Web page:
Those close to him mutter, under their breath of course, that Tony Blair’s only moment of doubt over Iraq came in the wake of the exposure of the Abu Ghraib scandal.
This is plausible, as our Prime Minister possesses a Gladstonian moral imperative. He believes that any economy with the truth over the threat from Saddam’s vanishing weapons of mass disappearance would be forgiven in the short run by his electorate and in the long run by his Maker so long as he could convince both that it was done from the best of moral motives. Those shameful pictures of Iraqis hooded, naked, with electrodes strapped to their genitals, were devastating precisely because they demolished any pretension that the occupation could be justified by the moral superiority of the occupiers.
His doubts appear to have vanished by the time Tony Blair departed for his break after telling his party that he had come through the fire. How ironic, then, that he should return to be haunted by the ghost of Abu Ghraib in the form of not one but two US reports. Wednesday’s report by General Fay concluded that culpability for the abuse could not be limited to the few bad apples so far charged. Suddenly the possible charge sheet has lengthened from half a dozen to half a hundred.
Part of the force of the Fay report derives from the manifest disgust of the career officers at what they discovered, including rape, beatings – in one case to death – and stripping of prisoners who were left naked in freezing cells. The practice which caused greatest revulsion to its authors was the use of dogs in a game to see which handler could first frighten an inmate into defecating on himself. With savage irony, these inventive examples of sadism were visited on Iraqis by coalition troops in the same Abu Ghraib fortress that had been a symbol of the brutality of Saddam.
But the most significant feature of their report is that the great majority of those they identify as conducting abuse were not simply guards but military intelligence agents. The reservists already charged have always claimed that they were carrying out orders to soften up detainees for interrogation. Sure enough General Fay found that in a majority of the incidents, military intelligence soldiers either solicited the torment or participated in it themselves. At this point it becomes impossible to sustain the pretext that the brutality in Abu Ghraib was the result of isolated sadism and not the product of a systemic policy.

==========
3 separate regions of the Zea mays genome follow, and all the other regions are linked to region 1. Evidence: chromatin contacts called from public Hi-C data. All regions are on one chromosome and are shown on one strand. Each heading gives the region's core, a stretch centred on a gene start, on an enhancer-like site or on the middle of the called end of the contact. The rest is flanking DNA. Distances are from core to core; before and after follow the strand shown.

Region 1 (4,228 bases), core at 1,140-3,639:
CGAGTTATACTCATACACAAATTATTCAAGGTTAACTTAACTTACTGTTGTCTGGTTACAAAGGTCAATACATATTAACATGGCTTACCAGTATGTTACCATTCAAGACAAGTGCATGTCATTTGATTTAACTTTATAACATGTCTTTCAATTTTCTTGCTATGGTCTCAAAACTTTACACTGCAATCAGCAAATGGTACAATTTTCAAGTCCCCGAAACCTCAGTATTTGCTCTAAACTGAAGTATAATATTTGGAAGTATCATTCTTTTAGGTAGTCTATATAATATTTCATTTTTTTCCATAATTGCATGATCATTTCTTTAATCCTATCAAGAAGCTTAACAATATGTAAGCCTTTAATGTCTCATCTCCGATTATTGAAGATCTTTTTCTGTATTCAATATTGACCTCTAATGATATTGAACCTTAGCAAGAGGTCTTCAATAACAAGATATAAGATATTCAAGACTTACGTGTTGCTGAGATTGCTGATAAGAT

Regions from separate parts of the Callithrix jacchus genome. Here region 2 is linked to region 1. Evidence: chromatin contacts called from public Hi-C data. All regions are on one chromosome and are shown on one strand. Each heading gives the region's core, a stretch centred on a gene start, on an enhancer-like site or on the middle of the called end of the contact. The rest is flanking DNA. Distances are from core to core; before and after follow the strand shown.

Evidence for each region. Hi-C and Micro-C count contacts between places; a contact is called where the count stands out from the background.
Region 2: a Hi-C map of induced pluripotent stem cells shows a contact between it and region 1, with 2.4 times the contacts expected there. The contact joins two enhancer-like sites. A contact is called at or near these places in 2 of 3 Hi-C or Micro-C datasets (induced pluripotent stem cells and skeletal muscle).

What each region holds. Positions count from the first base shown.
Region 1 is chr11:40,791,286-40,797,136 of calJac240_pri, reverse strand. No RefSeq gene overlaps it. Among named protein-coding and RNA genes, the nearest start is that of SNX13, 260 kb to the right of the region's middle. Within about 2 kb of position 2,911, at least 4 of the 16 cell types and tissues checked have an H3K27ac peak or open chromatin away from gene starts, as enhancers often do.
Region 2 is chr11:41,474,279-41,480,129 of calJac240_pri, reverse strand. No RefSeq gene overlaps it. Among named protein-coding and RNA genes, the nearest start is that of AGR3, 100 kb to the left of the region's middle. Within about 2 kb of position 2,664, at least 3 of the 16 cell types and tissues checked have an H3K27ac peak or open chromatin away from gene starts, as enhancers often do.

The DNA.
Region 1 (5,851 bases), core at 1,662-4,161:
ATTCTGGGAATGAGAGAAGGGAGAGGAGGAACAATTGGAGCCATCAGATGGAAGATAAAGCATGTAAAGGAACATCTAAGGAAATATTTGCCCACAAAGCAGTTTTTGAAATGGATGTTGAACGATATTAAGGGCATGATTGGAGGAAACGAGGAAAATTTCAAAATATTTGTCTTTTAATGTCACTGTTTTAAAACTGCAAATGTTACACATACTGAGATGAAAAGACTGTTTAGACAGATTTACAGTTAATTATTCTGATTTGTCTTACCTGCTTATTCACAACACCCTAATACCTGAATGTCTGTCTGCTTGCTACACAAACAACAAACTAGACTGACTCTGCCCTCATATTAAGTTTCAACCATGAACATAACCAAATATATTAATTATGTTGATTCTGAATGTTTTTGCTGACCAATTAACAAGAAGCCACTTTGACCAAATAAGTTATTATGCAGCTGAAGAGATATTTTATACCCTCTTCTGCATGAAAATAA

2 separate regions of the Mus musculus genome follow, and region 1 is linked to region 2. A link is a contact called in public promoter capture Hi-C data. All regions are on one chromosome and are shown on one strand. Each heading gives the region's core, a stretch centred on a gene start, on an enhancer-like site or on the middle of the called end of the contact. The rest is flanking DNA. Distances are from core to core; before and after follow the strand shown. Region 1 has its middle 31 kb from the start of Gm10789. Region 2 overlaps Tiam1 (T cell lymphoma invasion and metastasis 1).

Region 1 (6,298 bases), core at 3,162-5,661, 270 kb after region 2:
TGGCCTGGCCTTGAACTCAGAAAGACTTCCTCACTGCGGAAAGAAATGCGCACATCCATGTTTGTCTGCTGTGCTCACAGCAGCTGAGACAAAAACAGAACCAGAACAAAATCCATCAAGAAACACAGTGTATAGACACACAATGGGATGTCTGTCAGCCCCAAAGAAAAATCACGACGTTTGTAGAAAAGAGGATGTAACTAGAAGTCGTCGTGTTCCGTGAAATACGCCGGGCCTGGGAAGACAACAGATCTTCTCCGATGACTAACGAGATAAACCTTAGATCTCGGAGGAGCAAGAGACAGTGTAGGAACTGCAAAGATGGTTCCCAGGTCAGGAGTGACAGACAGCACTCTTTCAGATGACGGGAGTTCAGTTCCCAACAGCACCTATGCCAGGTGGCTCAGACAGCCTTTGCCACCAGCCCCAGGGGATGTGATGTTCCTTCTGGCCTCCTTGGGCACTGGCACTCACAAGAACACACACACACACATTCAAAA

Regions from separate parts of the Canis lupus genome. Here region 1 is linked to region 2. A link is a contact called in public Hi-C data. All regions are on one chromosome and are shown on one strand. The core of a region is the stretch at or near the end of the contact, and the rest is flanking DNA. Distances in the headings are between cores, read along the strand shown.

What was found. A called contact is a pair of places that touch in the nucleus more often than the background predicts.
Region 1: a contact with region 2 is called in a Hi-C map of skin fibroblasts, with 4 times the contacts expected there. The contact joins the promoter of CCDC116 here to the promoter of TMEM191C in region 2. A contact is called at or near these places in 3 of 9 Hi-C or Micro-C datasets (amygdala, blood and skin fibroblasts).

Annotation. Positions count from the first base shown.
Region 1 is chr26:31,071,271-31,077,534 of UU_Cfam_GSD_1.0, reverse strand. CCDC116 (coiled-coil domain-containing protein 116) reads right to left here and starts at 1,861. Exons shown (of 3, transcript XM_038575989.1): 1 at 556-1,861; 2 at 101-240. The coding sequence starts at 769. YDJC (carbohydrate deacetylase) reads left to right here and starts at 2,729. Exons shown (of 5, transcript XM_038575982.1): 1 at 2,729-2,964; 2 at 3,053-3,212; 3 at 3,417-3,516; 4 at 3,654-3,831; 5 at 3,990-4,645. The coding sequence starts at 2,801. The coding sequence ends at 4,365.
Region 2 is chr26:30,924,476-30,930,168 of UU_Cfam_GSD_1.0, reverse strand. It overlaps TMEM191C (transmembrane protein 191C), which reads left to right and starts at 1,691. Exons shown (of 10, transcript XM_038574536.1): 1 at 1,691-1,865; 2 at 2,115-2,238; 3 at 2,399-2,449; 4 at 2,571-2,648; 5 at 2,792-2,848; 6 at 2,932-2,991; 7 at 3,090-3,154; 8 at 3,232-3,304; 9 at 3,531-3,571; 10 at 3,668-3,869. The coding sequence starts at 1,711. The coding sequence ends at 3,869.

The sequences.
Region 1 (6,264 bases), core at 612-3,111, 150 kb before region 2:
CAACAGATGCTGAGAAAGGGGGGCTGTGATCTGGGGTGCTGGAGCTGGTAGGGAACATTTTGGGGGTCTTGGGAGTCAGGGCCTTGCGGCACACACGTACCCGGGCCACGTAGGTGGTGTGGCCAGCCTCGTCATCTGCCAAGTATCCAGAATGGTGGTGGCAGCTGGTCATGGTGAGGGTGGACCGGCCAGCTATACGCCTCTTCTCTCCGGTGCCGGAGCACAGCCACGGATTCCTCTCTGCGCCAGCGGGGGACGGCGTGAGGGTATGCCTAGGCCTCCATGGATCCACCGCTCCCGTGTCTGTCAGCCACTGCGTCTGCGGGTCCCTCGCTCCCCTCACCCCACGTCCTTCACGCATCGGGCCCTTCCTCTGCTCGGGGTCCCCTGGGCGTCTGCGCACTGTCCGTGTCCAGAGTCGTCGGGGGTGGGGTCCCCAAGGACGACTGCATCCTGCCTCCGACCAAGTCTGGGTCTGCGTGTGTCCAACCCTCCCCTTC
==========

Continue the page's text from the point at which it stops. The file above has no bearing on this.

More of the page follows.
The Director of Operations of the Red Cross, which first revealed the Abu Ghraib scandal, was blunt that “we are dealing with a broad pattern, not individual acts”. It was a pattern not only set at Abu Ghraib, but from Guantanamo to the US base at Bagram in Afghanistan. At all three centres around the globe, the same techniques have been exposed of hooding, sleep deprivation and sexual humiliation. It is simply not credible that a handful of reservists from the Appalachians happen to come across these practices on the internet. Somebody brought to Iraq the techniques that had been honed elsewhere.
The person who did visit Baghdad before the abuses broke out at Abu Ghraib was General Geoffrey Miller, the commander of Guantanamo. The Schlesinger report, also released this week, confirms that General Miller brought with him Rumsfeld’s policy guidelines for Guantanamo and recommended them as a possible model for interrogation at Abu Ghraib. It was also General Miller who advised that dogs be used within the prison.